A sedimentary basin, now buried under the continental shelves, formed during the Cretaceous. Onset of magmatic sea-floor spreading was accompanied by volcanic eruptions of picrites and basalts in the Paleocene at the Davis Strait and Baffin Bay. Between about 500 BC and 1300 AD, the southern coast of the sea contained Dorset and Inuit settlements; the International Hydrographic Organization defines the limits of the Labrador Sea as follows: On the North: the South limit of Davis Strait. On the East: a line from Cape St. Francis 47°45′N 52°27′W to Cape Farewell. On the West: the East Coast of Labrador and Newfoundland and the Northeast limit of the Gulf of St. Lawrence – a line running from Cape Bauld to the East extreme of Belle Isle and on to the Northeast Ledge. Thence a line joining this ledge with the East extreme of Cape St. Charles in Labrador; the Labrador Sea is 1,000 km wide where it joins the Atlantic Ocean. It becomes shallower, to less than 700 m towards Baffin Bay and passes into the 300 km wide Davis Strait.
A 100–200 m deep turbidity current channel system, about 2–5 km wide and 3,800 km long, runs on the bottom of the sea, near its center from the Hudson Strait into the Atlantic. It is called the Northwest Atlantic Mid-Ocean Channel and is one of the world's longest drainage systems of Pleistocene age, it appears as a submarine river bed with numerous tributaries and is maintained by high-density turbidity currents flowing within the levees. The water temperature varies between − 1 °C in 5 -- 6 °C in summer; the salinity is low, at 31–34.9 parts per thousand. Two-thirds of the sea is covered in ice in winter. Tides are semi-diurnal. There is an anticlockwise water circulation in the sea, it is initiated by the East Greenland Current and continued by the West Greenland Current, which brings warmer, more saline waters northwards, along the Greenland coasts up to the Baffin Bay. The Baffin Island Current and Labrador Current transport cold and less saline water southward along the Canadian coast; these currents carry numerous icebergs and therefore hinder navigation and exploration of the gas fields beneath the sea bed.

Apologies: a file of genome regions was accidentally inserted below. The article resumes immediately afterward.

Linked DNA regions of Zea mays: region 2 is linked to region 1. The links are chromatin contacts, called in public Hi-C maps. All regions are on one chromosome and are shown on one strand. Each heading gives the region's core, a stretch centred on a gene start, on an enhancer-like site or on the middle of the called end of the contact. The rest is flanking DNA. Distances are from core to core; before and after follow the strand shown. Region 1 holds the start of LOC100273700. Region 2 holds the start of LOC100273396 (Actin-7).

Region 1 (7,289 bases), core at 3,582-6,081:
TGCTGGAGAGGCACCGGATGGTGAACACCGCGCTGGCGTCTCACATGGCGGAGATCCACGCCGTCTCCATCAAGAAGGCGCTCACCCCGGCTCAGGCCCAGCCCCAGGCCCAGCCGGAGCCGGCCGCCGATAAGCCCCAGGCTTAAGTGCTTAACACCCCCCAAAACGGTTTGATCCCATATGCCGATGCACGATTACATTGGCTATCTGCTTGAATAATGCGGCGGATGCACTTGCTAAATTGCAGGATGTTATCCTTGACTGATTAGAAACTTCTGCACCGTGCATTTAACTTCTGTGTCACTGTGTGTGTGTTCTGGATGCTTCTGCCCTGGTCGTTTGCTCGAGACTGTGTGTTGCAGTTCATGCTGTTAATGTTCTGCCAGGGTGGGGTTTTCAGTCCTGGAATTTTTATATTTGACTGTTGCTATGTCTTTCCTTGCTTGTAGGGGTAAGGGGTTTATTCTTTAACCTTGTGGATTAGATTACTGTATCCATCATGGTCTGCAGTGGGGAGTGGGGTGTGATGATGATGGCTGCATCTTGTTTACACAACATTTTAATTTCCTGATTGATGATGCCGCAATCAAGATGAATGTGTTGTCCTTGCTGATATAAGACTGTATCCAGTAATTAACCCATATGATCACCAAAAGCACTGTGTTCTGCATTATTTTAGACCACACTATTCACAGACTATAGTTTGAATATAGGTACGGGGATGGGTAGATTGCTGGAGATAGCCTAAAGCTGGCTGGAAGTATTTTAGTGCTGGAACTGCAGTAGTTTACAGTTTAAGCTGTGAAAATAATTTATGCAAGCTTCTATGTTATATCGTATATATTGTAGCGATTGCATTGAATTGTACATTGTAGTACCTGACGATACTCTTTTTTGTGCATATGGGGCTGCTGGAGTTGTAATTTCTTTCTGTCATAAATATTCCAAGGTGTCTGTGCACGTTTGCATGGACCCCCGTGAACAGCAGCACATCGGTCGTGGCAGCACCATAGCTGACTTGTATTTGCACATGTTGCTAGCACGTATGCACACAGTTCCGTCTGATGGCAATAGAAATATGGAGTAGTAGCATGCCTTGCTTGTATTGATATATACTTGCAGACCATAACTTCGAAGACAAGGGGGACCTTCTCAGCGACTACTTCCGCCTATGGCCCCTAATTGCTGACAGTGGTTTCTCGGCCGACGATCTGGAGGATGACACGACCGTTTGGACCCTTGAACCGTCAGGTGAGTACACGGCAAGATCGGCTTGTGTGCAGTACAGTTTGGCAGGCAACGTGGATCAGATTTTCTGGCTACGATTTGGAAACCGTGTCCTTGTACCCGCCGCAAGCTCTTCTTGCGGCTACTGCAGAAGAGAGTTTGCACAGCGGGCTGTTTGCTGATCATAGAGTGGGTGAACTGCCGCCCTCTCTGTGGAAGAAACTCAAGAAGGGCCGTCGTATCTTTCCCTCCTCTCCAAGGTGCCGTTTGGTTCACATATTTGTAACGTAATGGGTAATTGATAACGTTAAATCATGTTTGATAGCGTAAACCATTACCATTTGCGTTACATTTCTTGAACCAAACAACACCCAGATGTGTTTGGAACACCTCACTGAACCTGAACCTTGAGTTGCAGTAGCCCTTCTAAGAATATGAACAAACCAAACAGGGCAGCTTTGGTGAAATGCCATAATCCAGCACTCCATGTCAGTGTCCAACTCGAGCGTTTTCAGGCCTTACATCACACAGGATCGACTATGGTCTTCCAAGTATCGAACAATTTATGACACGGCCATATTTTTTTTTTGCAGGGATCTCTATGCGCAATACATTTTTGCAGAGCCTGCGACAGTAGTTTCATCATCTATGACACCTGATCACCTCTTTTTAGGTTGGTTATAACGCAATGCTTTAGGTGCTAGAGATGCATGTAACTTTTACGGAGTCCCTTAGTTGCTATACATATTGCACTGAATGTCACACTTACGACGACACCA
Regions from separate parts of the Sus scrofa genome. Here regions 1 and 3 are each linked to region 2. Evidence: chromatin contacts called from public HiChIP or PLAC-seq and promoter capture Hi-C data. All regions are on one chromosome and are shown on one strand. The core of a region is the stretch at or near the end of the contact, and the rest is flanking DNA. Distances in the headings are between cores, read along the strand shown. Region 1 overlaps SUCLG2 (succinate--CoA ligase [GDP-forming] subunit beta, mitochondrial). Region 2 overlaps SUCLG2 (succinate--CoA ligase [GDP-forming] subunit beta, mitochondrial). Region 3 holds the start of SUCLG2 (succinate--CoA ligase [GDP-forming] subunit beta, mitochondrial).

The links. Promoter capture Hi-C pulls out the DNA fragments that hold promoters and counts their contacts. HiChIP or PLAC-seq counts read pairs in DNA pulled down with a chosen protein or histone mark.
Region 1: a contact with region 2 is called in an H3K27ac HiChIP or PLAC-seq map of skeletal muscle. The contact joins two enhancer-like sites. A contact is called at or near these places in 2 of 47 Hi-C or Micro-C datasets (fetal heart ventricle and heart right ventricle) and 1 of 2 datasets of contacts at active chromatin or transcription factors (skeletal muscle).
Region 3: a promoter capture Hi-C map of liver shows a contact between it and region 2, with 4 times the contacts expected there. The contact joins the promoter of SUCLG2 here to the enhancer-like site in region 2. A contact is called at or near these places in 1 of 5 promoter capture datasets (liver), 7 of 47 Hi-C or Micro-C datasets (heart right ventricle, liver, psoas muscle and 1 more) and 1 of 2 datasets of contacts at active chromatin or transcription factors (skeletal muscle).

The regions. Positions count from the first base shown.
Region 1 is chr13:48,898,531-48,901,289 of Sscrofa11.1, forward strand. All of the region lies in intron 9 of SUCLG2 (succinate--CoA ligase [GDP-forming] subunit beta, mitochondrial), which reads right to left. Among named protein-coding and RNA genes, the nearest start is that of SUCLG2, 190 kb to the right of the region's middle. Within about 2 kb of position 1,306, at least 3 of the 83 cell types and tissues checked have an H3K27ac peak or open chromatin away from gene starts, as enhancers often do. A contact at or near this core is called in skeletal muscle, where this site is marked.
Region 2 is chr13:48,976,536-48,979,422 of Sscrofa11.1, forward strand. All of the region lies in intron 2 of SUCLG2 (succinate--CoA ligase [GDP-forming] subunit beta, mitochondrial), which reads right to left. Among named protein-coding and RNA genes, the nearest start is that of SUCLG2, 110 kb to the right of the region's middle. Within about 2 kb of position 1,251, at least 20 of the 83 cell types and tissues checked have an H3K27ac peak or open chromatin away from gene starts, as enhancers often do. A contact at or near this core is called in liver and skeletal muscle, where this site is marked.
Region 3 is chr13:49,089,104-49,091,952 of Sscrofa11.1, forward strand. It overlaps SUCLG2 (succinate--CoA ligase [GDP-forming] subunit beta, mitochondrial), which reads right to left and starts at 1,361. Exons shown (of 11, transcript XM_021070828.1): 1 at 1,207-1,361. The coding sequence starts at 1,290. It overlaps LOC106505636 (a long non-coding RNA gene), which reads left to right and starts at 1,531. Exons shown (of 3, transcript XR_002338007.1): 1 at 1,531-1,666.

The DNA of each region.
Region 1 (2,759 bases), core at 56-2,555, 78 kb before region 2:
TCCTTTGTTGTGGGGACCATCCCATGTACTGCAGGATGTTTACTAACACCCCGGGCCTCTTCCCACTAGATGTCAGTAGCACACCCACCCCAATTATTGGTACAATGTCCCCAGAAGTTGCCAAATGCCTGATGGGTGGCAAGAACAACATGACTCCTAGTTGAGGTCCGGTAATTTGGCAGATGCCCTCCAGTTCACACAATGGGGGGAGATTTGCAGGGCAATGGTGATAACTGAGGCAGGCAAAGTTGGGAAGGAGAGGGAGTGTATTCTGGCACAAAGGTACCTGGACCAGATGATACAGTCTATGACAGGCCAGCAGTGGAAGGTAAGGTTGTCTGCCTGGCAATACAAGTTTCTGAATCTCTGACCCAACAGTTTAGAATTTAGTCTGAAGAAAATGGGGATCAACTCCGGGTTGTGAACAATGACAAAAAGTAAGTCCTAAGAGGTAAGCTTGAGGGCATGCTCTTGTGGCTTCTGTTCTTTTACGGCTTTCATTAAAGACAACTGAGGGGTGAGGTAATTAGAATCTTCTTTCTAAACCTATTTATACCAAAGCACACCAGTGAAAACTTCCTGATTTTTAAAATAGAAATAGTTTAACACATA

The speed of the Labrador current is 0.3–0.5 m/s, but can reach 1 m/s in some areas, whereas the Baffin Current is somewhat slower at about 0.2 m/s. The Labrador Current maintains the water temperature at 0 °C and salinity between 30 and 34 parts per thousand; the sea provides a significant part of the North Atlantic Deep Water – a cold water mass that flows at great depth along the western edge of the North Atlantic, spreading out to form the largest identifiable water mass in the World Ocean. The NADW consists of three parts of different origin and salinity, the top one, the Labrador Sea Water, is formed in the Labrador Sea; this part occurs at a medium depth and has a low salinity, low temperature and high oxygen content compared to the layers above and below it. LSW has a low vorticity, i.e. the tendency to form vortices, than any other water in North Atlantic that reflects its high homogeneity. It has a potential density of 27.76–27.78 mg/cm3 to the surface layers, meaning it is denser, thus sinks under the surface and remains homogeneous and unaffected by the surface fluctuations.
The northern and western parts of the Labrador Sea are covered in ice between June. The drift ice serves as a breeding ground for seals in early spring; the sea is a feeding ground for Atlantic salmon and several marine mammal species. Shrimp fisheries intensified toward 2000, as well as cod fishing. However, the cod fishing depleted the fish population in the 1990s near the Labrador and West Greenland banks and was therefore halted in 1992. Other fishery targets include haddock, Atlantic herring and several species of flatfish and pelagic fish such as sand lance and capelin, they are most abundant in the southern parts of the sea. Beluga whales, while abundant to the north, in the Baffin Bay, where their population reaches 20,000, are rare in the Labrador Sea s